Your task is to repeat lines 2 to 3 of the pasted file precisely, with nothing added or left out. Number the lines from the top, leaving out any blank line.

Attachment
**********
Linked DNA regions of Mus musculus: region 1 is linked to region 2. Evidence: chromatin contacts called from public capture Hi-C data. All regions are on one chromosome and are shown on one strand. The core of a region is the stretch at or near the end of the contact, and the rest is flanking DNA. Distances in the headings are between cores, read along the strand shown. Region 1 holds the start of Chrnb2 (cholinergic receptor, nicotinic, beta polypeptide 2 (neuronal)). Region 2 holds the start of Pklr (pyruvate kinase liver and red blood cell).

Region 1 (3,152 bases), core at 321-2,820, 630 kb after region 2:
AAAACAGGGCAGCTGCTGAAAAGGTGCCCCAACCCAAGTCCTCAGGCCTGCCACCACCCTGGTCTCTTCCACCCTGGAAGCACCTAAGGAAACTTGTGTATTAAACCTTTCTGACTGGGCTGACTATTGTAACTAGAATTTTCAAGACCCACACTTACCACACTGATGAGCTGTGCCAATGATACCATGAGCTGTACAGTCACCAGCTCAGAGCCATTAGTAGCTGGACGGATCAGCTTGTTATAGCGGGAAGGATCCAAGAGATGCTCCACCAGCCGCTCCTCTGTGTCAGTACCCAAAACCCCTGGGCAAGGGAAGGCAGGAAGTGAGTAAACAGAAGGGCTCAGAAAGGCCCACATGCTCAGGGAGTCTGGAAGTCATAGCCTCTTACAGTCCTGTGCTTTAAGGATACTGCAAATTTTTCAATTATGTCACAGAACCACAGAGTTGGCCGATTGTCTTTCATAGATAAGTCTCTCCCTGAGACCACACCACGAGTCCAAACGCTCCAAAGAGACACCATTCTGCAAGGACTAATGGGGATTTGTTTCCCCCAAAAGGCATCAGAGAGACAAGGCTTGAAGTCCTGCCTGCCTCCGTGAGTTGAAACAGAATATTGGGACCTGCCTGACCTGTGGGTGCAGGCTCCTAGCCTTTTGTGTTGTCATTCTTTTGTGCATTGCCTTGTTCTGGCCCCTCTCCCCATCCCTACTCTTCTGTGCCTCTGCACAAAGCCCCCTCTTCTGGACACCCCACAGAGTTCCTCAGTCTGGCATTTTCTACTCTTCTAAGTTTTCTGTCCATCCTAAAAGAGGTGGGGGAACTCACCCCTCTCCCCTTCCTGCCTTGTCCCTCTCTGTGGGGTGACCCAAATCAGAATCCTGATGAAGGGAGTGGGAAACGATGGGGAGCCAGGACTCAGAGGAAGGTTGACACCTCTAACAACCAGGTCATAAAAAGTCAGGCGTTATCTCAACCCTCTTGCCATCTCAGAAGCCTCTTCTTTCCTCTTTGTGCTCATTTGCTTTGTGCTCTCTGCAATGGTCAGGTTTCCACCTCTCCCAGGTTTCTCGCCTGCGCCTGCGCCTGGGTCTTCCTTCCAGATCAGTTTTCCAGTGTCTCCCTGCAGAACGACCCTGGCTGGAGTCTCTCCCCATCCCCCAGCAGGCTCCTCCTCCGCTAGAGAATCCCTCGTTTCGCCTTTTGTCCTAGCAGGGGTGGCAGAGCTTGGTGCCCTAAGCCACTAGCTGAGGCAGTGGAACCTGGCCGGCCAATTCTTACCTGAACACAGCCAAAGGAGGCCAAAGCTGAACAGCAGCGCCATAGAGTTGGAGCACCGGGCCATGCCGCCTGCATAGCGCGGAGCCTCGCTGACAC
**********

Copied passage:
Region 1 (3,152 bases), core at 321-2,820, 630 kb after region 2:
AAAACAGGGCAGCTGCTGAAAAGGTGCCCCAACCCAAGTCCTCAGGCCTGCCACCACCCTGGTCTCTTCCACCCTGGAAGCACCTAAGGAAACTTGTGTATTAAACCTTTCTGACTGGGCTGACTATTGTAACTAGAATTTTCAAGACCCACACTTACCACACTGATGAGCTGTGCCAATGATACCATGAGCTGTACAGTCACCAGCTCAGAGCCATTAGTAGCTGGACGGATCAGCTTGTTATAGCGGGAAGGATCCAAGAGATGCTCCACCAGCCGCTCCTCTGTGTCAGTACCCAAAACCCCTGGGCAAGGGAAGGCAGGAAGTGAGTAAACAGAAGGGCTCAGAAAGGCCCACATGCTCAGGGAGTCTGGAAGTCATAGCCTCTTACAGTCCTGTGCTTTAAGGATACTGCAAATTTTTCAATTATGTCACAGAACCACAGAGTTGGCCGATTGTCTTTCATAGATAAGTCTCTCCCTGAGACCACACCACGAGTCCAAACGCTCCAAAGAGACACCATTCTGCAAGGACTAATGGGGATTTGTTTCCCCCAAAAGGCATCAGAGAGACAAGGCTTGAAGTCCTGCCTGCCTCCGTGAGTTGAAACAGAATATTGGGACCTGCCTGACCTGTGGGTGCAGGCTCCTAGCCTTTTGTGTTGTCATTCTTTTGTGCATTGCCTTGTTCTGGCCCCTCTCCCCATCCCTACTCTTCTGTGCCTCTGCACAAAGCCCCCTCTTCTGGACACCCCACAGAGTTCCTCAGTCTGGCATTTTCTACTCTTCTAAGTTTTCTGTCCATCCTAAAAGAGGTGGGGGAACTCACCCCTCTCCCCTTCCTGCCTTGTCCCTCTCTGTGGGGTGACCCAAATCAGAATCCTGATGAAGGGAGTGGGAAACGATGGGGAGCCAGGACTCAGAGGAAGGTTGACACCTCTAACAACCAGGTCATAAAAAGTCAGGCGTTATCTCAACCCTCTTGCCATCTCAGAAGCCTCTTCTTTCCTCTTTGTGCTCATTTGCTTTGTGCTCTCTGCAATGGTCAGGTTTCCACCTCTCCCAGGTTTCTCGCCTGCGCCTGCGCCTGGGTCTTCCTTCCAGATCAGTTTTCCAGTGTCTCCCTGCAGAACGACCCTGGCTGGAGTCTCTCCCCATCCCCCAGCAGGCTCCTCCTCCGCTAGAGAATCCCTCGTTTCGCCTTTTGTCCTAGCAGGGGTGGCAGAGCTTGGTGCCCTAAGCCACTAGCTGAGGCAGTGGAACCTGGCCGGCCAATTCTTACCTGAACACAGCCAAAGGAGGCCAAAGCTGAACAGCAGCGCCATAGAGTTGGAGCACCGGGCCATGCCGCCTGCATAGCGCGGAGCCTCGCTGACAC